Thankfully most medication errors don't result in the death of a patient, but the risk is always present.  The potential for harm from a nurse's action is always there.  This is why we double check insulin, blood types and other dangerous medications in an effort to minimize the risk.

We don't know all the circumstances of this nurse's knowledge, patient load, stressors or details of the day's actions.  This charge should cause any nurse to evaluate their practice to minimize the risk.  Each of us could be in this nurse's place with a lapse in judgement, skill or momentary distraction.  It is difficult not to place ourself in her shoes.  To hope that we would be judged with empathy and understanding.  We see the devistation probably more than most as we are exposed to life's challenges on a daily basis.  It is where nurses come from.  We care and that can be a conflict for our objectivity.  We understand how vulnerable we would be. 

Ultimately this will play out in a court of law where each side will have the opportunity to make their positions known.  It also makes a point that we never know when a decision that makes us vulnerable might show up at our doorstep.  It is a reason where nursing liability insurance can provide a bit of security to our practice.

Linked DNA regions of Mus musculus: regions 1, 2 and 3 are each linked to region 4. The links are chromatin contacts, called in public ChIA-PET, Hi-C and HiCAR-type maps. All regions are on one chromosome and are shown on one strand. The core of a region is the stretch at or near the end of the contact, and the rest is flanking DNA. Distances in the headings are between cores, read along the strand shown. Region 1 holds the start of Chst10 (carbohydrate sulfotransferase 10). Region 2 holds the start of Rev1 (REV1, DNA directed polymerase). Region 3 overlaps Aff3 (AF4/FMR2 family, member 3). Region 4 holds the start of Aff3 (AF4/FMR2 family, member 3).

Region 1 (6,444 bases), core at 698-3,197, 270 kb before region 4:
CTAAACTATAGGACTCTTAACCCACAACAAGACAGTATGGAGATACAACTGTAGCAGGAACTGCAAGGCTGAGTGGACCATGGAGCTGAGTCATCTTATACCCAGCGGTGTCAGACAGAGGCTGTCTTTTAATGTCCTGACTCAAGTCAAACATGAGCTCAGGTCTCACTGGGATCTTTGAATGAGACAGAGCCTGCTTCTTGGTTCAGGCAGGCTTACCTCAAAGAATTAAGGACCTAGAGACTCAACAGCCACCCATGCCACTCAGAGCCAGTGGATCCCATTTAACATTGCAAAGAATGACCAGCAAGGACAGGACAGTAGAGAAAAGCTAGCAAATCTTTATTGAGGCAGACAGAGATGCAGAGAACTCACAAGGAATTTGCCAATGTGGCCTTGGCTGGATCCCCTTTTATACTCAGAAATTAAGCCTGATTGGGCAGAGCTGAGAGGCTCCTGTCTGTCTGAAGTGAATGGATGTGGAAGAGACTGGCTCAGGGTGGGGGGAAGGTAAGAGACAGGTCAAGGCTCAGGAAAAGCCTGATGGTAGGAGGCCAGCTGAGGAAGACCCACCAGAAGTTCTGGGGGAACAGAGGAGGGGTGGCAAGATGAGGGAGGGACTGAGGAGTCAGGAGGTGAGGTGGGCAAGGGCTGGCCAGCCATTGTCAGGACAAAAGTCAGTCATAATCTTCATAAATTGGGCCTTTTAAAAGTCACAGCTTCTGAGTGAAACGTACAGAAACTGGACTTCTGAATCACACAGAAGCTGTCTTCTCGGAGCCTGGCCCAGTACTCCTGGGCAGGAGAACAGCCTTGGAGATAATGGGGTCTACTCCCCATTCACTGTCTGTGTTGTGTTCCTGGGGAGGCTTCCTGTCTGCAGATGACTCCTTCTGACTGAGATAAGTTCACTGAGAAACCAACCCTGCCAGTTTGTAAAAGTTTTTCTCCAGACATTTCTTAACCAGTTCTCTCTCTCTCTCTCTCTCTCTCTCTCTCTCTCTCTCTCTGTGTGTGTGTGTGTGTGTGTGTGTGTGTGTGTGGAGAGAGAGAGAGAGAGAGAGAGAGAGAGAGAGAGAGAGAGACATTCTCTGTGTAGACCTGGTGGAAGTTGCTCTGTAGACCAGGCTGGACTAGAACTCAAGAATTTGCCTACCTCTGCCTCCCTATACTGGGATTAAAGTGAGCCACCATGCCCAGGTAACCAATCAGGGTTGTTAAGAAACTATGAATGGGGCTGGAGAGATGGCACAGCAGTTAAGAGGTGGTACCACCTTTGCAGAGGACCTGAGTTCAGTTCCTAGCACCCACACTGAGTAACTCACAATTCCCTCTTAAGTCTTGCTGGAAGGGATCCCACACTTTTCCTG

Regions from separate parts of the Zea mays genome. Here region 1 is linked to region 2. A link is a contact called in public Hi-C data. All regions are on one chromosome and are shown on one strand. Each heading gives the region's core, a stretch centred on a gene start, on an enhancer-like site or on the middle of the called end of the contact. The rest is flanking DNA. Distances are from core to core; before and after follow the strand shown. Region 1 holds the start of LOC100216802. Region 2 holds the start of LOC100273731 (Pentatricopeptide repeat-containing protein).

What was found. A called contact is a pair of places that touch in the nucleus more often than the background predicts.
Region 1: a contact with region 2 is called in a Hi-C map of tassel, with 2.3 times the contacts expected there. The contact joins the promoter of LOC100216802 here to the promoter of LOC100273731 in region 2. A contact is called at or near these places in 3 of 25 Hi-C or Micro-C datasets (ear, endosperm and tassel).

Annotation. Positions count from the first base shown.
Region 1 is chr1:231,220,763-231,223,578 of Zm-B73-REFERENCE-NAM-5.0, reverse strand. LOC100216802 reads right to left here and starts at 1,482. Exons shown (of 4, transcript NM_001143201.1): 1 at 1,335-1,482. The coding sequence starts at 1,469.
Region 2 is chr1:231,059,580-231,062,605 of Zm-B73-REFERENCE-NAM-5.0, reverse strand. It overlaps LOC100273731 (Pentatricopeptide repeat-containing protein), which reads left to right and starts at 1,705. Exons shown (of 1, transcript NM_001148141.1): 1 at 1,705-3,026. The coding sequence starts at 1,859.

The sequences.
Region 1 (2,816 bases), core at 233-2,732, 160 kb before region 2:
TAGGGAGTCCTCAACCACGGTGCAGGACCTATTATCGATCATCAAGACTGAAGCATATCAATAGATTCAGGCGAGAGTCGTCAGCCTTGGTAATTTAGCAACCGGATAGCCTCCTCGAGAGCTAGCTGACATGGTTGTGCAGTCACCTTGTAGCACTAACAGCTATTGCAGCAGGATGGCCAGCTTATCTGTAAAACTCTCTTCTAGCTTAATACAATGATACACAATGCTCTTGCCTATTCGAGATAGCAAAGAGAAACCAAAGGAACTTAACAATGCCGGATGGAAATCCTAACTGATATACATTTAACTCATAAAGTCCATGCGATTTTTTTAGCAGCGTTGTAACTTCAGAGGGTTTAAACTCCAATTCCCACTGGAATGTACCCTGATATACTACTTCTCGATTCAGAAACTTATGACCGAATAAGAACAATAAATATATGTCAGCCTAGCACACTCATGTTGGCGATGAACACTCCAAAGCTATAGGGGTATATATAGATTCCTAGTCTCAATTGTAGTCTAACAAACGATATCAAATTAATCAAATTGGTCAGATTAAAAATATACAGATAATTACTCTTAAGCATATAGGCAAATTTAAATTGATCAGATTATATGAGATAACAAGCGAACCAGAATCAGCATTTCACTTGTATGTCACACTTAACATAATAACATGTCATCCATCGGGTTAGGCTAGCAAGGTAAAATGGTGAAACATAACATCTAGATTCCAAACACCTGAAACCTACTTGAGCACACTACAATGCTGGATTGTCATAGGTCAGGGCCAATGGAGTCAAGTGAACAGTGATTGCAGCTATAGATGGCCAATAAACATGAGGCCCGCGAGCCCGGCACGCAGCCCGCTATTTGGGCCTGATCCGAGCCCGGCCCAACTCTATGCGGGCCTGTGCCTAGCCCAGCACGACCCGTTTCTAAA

Perhaps better questions to ask may be... "Did this nurse follow the usual and accepted practice guidelines?  Would her education, knowledge and experience support her decision making and actions?  Was facility procedure followed?  The answers to those questions will determine if she in fact was reckless in the death of this patient. 

Nursing isn't a profession for the faint of heart.  If a nurse is never worried of making a mistake, then perhaps this isn't the profession for re

 

 

 

Thank you for your response. I appreciate the definition of reckless homicide. Really does scare me though because really all medication errors could fit in that definition if they lead to death. Just a side note though, I was told by coworkers that malpractice insurance wouldn't help in this situation because these are not civil charges of malpractice, but criminal charges. (SO SCAREY) She is at the mercy of the court now. I do hope this judge understands that given the details we know of the situation, does intend to charge her and sentences her to prison there will be dire consequences for sure not only in nursing, but medicine in general.